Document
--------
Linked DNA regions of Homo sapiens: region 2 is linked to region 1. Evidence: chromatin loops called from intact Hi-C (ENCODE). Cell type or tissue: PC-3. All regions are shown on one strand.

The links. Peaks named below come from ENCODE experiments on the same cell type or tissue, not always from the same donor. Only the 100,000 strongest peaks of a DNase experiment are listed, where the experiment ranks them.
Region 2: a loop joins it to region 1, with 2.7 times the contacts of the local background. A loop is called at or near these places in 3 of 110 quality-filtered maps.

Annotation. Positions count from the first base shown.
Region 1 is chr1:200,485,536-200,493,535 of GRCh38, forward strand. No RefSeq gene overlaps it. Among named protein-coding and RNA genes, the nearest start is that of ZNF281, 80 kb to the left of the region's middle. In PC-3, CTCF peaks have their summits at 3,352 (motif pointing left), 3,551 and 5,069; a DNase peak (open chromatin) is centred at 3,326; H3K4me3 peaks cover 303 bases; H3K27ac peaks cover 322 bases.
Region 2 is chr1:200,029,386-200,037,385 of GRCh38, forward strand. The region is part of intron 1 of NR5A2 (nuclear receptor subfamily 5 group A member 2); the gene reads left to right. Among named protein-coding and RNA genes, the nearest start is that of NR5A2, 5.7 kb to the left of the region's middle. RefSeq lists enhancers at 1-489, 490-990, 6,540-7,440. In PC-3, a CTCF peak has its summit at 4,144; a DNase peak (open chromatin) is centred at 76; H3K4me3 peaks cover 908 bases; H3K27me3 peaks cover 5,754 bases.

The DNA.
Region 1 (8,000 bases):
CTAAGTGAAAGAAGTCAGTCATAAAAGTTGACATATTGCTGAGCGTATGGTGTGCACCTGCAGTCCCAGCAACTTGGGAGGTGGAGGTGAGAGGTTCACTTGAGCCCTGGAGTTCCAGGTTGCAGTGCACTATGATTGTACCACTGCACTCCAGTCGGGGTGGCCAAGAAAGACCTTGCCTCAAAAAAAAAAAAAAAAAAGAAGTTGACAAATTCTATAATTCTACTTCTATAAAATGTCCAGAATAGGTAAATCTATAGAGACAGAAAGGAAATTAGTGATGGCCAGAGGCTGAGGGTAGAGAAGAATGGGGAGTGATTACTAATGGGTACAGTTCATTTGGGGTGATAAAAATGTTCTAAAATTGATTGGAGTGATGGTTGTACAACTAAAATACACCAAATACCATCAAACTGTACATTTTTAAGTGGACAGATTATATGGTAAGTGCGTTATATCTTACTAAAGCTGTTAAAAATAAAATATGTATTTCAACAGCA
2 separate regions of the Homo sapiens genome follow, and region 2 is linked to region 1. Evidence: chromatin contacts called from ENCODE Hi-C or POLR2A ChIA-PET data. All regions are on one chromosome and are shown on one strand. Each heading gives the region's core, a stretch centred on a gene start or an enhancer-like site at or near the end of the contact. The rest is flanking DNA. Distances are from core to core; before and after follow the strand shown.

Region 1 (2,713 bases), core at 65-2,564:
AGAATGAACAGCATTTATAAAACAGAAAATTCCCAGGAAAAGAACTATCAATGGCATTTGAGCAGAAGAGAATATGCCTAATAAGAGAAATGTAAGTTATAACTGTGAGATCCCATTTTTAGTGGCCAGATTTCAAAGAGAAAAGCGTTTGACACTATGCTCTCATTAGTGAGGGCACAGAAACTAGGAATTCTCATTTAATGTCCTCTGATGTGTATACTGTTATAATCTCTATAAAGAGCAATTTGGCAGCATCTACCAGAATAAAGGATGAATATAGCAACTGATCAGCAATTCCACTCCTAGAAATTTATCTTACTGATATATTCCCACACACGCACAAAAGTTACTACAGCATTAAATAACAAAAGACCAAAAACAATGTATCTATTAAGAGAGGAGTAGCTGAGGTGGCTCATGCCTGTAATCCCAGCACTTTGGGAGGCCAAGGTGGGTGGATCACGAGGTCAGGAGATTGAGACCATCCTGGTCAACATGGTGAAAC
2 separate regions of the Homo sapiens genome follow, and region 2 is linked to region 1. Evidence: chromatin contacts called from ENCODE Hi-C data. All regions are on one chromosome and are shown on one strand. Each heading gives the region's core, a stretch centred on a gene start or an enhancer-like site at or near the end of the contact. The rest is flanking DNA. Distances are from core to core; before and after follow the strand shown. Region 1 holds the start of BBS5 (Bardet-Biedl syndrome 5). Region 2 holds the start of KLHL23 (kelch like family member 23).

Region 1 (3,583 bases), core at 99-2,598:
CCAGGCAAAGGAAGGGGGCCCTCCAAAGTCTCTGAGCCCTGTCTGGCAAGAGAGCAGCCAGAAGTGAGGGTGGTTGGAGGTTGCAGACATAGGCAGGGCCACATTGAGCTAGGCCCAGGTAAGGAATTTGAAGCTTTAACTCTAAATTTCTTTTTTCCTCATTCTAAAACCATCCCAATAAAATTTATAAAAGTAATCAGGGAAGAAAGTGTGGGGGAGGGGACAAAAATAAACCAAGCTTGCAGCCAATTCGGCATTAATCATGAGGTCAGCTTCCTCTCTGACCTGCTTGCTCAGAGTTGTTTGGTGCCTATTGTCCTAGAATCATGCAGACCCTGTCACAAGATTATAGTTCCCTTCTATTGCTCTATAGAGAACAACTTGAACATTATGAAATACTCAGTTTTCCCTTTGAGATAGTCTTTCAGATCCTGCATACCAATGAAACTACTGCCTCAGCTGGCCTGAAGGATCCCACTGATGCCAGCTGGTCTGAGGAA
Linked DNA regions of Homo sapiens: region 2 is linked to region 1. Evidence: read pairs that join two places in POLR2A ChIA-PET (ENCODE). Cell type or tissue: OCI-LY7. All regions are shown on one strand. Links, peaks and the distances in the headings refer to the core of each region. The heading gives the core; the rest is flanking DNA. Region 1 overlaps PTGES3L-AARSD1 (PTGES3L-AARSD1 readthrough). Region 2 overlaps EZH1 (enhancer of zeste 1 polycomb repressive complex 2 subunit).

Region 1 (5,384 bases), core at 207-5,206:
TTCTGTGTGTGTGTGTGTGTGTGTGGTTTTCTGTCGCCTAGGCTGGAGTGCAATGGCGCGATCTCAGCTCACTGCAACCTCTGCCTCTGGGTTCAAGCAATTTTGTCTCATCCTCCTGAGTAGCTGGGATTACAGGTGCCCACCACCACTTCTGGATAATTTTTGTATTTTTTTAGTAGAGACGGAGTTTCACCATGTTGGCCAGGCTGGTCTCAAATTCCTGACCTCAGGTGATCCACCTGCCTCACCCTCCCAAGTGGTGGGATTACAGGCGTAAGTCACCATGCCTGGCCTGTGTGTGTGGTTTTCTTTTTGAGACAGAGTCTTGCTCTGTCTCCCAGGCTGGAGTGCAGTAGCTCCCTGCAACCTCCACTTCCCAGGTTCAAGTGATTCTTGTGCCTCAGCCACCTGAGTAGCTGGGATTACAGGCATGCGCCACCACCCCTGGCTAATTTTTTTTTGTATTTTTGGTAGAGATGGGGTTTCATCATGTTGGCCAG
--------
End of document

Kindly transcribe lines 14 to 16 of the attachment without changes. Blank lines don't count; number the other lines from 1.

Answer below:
Region 1 (3,583 bases), core at 99-2,598:
CCAGGCAAAGGAAGGGGGCCCTCCAAAGTCTCTGAGCCCTGTCTGGCAAGAGAGCAGCCAGAAGTGAGGGTGGTTGGAGGTTGCAGACATAGGCAGGGCCACATTGAGCTAGGCCCAGGTAAGGAATTTGAAGCTTTAACTCTAAATTTCTTTTTTCCTCATTCTAAAACCATCCCAATAAAATTTATAAAAGTAATCAGGGAAGAAAGTGTGGGGGAGGGGACAAAAATAAACCAAGCTTGCAGCCAATTCGGCATTAATCATGAGGTCAGCTTCCTCTCTGACCTGCTTGCTCAGAGTTGTTTGGTGCCTATTGTCCTAGAATCATGCAGACCCTGTCACAAGATTATAGTTCCCTTCTATTGCTCTATAGAGAACAACTTGAACATTATGAAATACTCAGTTTTCCCTTTGAGATAGTCTTTCAGATCCTGCATACCAATGAAACTACTGCCTCAGCTGGCCTGAAGGATCCCACTGATGCCAGCTGGTCTGAGGAA
Linked DNA regions of Homo sapiens: region 2 is linked to region 1. Evidence: read pairs that join two places in POLR2A ChIA-PET (ENCODE). Cell type or tissue: OCI-LY7. All regions are shown on one strand. Links, peaks and the distances in the headings refer to the core of each region. The heading gives the core; the rest is flanking DNA. Region 1 overlaps PTGES3L-AARSD1 (PTGES3L-AARSD1 readthrough). Region 2 overlaps EZH1 (enhancer of zeste 1 polycomb repressive complex 2 subunit).